The 36-page Careers Strategy: making the most of everyone’s skills and talents forms part of the government’s plan to make Britain “fairer, improve social mobility and offer opportunity to everyone”.

Launching the strategy at the Careers Development Institute (CDI) annual conference in Birmingham, skills minister Anne Milton said: “Without access to the best possible careers support, some people will miss out on the opportunities available.

“They will continue to be held back if they don’t have the right advice, at the right time to make informed decisions about their future, or may not have access to the broader experiences and role models to help them develop as people.

“It matters to me that we give people from all backgrounds the best possible preparation to move into a job, or training that enables them – whatever their background or wherever they live – to have a fulfilling life.”

The announcement follows the launch of the government’s Industrial Strategy, which sets out a long-term plan to boost the productivity and earning power of people throughout the UK.

The key actions to be taken are set out in the table below. To view the key actions in more detail, click here.
IMAGE CREDITS: DfE/Careers Strategy (screenshots)


“Today’s Careers Strategy is long overdue with careers provision needing a radical overhaul. Manufacturers will be pleased to see young people finally given a real choice between technical and academic education, through Gatsby Benchmarks and Career Leaders. However to make a real difference, government needs to ensure that school and college performance measures give vocational education equal footing as indicated in the Industrial Strategy paper. The strategy shines the spotlight on the immediate need to address poor communication of STEM career paths in school as well as the importance of work experience and encounters with employers. Without this, young people do not get to see first-hand the careers opportunities innovative and exciting industries such as manufacturing. Manufacturers are crying out for more young talent and today’s strategy opens the door to further engagement with schools and the next generation,” Bhavina Bharkhada, education and skills policy advisor at EEF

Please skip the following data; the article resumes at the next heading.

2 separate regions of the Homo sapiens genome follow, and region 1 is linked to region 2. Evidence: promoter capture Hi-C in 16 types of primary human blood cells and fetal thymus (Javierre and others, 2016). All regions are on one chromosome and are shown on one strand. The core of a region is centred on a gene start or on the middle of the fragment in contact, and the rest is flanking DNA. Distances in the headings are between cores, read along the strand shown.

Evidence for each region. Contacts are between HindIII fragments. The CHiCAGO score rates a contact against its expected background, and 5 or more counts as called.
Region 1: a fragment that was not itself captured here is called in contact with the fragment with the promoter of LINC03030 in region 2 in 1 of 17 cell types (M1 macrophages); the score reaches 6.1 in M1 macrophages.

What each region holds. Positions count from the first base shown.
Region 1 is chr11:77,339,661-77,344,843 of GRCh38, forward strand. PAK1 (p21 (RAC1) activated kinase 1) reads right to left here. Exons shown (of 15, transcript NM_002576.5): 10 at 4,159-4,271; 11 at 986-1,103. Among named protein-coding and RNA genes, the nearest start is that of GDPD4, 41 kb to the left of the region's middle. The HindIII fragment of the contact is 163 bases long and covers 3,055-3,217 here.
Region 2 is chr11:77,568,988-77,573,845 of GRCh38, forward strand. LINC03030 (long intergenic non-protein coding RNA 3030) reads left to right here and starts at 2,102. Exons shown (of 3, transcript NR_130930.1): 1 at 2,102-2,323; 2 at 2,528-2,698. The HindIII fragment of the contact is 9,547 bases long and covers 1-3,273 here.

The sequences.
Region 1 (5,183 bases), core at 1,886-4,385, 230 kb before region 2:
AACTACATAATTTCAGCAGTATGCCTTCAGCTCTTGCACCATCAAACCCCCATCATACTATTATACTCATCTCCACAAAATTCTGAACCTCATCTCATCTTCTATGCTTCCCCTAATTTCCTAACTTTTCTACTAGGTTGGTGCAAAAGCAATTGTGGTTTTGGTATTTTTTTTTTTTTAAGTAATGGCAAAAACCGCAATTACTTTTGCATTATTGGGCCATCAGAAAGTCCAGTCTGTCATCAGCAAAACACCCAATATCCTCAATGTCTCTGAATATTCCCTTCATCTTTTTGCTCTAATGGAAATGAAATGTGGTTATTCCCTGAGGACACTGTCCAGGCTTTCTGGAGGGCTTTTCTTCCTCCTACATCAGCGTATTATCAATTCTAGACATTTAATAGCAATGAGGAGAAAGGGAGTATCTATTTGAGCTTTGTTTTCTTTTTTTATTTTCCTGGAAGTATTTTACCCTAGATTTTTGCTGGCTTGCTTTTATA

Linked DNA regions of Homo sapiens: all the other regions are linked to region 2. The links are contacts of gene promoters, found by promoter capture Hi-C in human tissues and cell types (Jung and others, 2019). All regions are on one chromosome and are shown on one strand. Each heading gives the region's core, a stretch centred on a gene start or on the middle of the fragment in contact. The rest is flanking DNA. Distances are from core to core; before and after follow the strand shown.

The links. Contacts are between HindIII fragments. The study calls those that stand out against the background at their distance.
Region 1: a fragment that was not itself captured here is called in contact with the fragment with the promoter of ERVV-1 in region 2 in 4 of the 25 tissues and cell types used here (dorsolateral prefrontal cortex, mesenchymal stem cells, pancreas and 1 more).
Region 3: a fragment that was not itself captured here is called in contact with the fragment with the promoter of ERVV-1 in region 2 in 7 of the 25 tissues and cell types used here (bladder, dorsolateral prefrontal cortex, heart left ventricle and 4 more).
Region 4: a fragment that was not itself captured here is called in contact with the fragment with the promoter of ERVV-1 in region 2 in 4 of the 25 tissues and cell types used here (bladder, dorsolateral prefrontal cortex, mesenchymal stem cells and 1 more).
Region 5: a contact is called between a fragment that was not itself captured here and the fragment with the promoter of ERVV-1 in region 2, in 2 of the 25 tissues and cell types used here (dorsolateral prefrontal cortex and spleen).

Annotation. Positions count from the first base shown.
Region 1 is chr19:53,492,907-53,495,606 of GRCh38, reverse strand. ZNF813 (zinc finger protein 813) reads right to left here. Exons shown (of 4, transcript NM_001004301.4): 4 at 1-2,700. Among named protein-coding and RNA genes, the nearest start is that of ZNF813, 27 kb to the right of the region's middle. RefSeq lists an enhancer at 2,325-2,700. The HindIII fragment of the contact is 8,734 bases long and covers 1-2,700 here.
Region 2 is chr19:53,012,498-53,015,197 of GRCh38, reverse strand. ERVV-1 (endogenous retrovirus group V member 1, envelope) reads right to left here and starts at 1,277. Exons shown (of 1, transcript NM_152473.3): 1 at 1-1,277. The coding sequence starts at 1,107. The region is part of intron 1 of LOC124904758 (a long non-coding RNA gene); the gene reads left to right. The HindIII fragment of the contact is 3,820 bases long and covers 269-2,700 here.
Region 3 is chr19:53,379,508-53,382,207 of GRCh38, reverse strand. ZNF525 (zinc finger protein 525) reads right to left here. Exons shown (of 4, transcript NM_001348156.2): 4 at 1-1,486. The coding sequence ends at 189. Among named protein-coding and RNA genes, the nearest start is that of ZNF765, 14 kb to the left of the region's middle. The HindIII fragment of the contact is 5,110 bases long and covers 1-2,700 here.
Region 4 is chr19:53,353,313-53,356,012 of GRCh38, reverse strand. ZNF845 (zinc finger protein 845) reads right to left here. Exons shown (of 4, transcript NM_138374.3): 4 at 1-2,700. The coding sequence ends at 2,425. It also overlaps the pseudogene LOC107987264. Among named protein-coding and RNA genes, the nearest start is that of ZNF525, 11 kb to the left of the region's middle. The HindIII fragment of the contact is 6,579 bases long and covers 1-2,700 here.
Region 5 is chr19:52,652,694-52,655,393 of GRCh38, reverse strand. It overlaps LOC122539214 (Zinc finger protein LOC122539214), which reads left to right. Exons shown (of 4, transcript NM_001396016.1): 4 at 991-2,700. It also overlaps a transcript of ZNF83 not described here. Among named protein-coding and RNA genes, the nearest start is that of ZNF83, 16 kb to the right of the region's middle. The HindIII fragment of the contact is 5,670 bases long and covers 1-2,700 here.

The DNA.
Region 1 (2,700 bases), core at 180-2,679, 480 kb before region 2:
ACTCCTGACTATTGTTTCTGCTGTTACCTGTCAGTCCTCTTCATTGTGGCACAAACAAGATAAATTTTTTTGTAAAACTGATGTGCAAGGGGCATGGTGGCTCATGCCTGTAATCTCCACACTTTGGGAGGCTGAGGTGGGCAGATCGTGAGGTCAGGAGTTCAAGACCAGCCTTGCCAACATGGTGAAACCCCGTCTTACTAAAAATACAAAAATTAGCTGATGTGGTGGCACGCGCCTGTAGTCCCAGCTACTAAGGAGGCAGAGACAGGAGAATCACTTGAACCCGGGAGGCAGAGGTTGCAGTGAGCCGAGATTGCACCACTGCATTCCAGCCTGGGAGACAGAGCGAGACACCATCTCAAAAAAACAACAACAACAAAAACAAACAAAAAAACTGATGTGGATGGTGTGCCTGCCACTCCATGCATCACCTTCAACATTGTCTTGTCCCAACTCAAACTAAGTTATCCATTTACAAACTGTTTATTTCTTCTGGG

“Careers advice matters more for engineering than many other subjects. Our research shows that unless students come from an engineering heritage background, they are unlikely to know about it. We strongly believe that high quality career guidance is the engine of social mobility. The UK has a particular challenge in that 50% of an individual’s lifetime earnings can be explained by their parents’ earnings. It’s 15% in Denmark. We support the adoption of Sir John Holman’s Gatsby Good Career Guidance Benchmarks, but have real concerns that the original PwC costings (£207 million in the first year and £173 million per year thereafter) will not be met – and that we will end up with a new bureaucracy and little cultural change.It is not sufficient simply “to allow providers of technical education access to pupils”. Cultural prejudices against technical education are so deeply ingrained in our society. If we are serious about developing a parity between academic and vocational learning, then we need to align careers advice much more closely with the day-to-day learning experience in schools. We know that one of the most powerful and cost-effective ways of achieving careers-readiness for young people is through teacher placements in industry. This is why the Institution developed and funds a STEM Insight scheme, in which secondary teachers spend five or ten days in industry. STEM Insight is predicated on the fact that teachers are among the most powerful influencers of careers decision-making,” Peter Finegold, head of education and skills at the Institution of Mechanical Engineers